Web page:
1. There are many things wrong with this critique of Zwald’s veto so I will just run down the list.

    1. Not understanding the situation

    Laura criticizes Zwald several times for vetoing the bill despite not knowing what is going on, which is funny as Laura couldn’t even finish her first sentence without incorrectly citing the facts. As The Aggie’s senate briefs confirm (http://theaggie.org/article/2010/04/12/asucd-senate-briefs) the original bill barely passed with 8 votes not 12 Laura claims it passed by. (also note that 8 is the minimum needed to pass a funding bill)

    2. Blaming ASUCD for last minute funding shortfalls and lack of discussion.

    It is absurd to blame ASUCD for either the debt of those 5 students or the confusion that occurred during the senate meeting as that ignores the fact that the students were the ones responsible for providing the information and more importantly the time for ASUCD to handle their proposal.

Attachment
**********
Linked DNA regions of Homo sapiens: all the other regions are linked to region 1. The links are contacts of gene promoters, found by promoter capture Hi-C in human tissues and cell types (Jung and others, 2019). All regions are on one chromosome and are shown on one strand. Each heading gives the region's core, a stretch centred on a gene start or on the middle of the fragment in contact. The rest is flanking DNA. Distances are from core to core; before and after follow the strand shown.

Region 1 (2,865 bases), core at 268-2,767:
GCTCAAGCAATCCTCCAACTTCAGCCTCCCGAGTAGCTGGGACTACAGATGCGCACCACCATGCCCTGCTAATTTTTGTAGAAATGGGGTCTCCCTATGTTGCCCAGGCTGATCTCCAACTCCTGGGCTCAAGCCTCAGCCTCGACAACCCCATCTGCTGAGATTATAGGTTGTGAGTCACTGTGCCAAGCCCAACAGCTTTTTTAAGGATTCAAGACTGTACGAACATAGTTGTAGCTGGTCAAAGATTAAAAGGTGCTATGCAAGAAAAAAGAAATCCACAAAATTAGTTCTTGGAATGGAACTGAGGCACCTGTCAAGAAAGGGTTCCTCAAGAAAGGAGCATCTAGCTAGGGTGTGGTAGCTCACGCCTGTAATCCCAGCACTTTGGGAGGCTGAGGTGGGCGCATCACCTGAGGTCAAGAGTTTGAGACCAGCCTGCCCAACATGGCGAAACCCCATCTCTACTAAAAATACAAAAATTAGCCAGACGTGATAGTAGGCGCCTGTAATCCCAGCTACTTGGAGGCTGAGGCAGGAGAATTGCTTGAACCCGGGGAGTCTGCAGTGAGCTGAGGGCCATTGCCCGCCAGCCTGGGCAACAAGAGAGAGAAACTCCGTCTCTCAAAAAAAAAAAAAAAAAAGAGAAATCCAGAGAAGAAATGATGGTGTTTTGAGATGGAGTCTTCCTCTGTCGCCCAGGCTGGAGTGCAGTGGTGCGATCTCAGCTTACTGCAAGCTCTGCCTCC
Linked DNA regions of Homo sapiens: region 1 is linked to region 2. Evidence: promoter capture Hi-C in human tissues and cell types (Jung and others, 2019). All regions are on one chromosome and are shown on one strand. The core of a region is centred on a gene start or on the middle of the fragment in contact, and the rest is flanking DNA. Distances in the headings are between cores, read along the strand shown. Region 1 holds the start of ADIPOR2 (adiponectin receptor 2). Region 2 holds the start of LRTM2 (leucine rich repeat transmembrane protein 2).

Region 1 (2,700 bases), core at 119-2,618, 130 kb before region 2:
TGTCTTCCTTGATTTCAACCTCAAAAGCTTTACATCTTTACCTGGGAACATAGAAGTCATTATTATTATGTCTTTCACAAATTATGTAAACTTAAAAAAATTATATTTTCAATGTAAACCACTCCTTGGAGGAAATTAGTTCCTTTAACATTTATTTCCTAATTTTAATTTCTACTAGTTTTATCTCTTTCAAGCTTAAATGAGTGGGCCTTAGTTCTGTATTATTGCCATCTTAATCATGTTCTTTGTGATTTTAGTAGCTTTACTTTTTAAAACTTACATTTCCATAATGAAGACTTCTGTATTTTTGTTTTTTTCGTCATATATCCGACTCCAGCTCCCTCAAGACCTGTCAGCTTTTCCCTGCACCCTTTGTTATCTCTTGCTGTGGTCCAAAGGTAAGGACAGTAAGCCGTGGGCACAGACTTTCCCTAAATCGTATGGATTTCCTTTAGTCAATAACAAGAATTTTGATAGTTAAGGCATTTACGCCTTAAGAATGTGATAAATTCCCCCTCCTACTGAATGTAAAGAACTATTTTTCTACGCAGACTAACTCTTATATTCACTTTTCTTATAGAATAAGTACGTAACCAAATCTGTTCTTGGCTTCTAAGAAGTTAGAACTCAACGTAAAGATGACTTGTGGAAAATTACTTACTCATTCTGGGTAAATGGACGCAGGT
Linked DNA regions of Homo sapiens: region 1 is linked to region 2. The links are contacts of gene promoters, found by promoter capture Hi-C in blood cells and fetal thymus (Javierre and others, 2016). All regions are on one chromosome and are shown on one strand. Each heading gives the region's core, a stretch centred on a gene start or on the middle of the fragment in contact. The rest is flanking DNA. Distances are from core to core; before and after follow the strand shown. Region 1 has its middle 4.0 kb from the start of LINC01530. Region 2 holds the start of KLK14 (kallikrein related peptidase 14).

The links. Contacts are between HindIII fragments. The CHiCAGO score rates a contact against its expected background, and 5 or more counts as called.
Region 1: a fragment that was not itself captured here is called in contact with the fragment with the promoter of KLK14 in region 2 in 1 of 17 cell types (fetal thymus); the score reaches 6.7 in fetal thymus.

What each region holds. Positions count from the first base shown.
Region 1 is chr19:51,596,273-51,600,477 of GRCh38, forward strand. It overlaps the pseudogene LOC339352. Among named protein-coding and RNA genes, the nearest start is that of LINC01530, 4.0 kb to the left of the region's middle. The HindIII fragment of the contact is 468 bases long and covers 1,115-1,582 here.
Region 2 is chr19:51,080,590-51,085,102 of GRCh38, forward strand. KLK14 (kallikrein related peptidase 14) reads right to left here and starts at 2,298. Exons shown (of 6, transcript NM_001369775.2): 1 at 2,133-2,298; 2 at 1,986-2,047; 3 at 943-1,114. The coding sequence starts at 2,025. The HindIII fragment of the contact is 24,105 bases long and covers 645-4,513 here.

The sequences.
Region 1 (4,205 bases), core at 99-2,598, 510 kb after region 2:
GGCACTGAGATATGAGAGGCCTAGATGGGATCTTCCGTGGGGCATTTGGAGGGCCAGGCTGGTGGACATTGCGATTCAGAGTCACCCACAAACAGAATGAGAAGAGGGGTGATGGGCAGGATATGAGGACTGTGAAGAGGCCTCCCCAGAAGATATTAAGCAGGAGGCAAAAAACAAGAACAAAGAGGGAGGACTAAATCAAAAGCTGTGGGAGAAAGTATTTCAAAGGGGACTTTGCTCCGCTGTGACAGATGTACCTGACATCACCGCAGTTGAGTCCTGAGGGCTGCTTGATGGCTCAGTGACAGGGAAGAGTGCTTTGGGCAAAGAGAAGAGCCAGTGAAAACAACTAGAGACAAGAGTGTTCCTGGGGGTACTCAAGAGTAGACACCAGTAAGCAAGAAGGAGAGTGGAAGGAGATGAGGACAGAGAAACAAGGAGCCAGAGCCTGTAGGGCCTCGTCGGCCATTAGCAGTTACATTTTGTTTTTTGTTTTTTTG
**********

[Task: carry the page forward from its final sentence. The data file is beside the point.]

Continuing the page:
It was arrogant and irresponsible for the students to assume that they could walk in with a social issue that had but fleeting relevance to the student body and expect it to be immediately passed with flying colors. ASUCD has a process to ensure that student money is handed out fairly and responsibly and it was the fault of those 5 students for introducing the bill late and not allowing it to go through the commission process. The senate relies on the commissioners for informational and critical review of all legislation. While the commission chairs are there during the meetings to give input it is unfair to expect students to be able to evaluate all of the complex issues with this bill with it no heads up. If these students had been responsible and introduced the bills say a month earlier they would have been able to clear up these issues.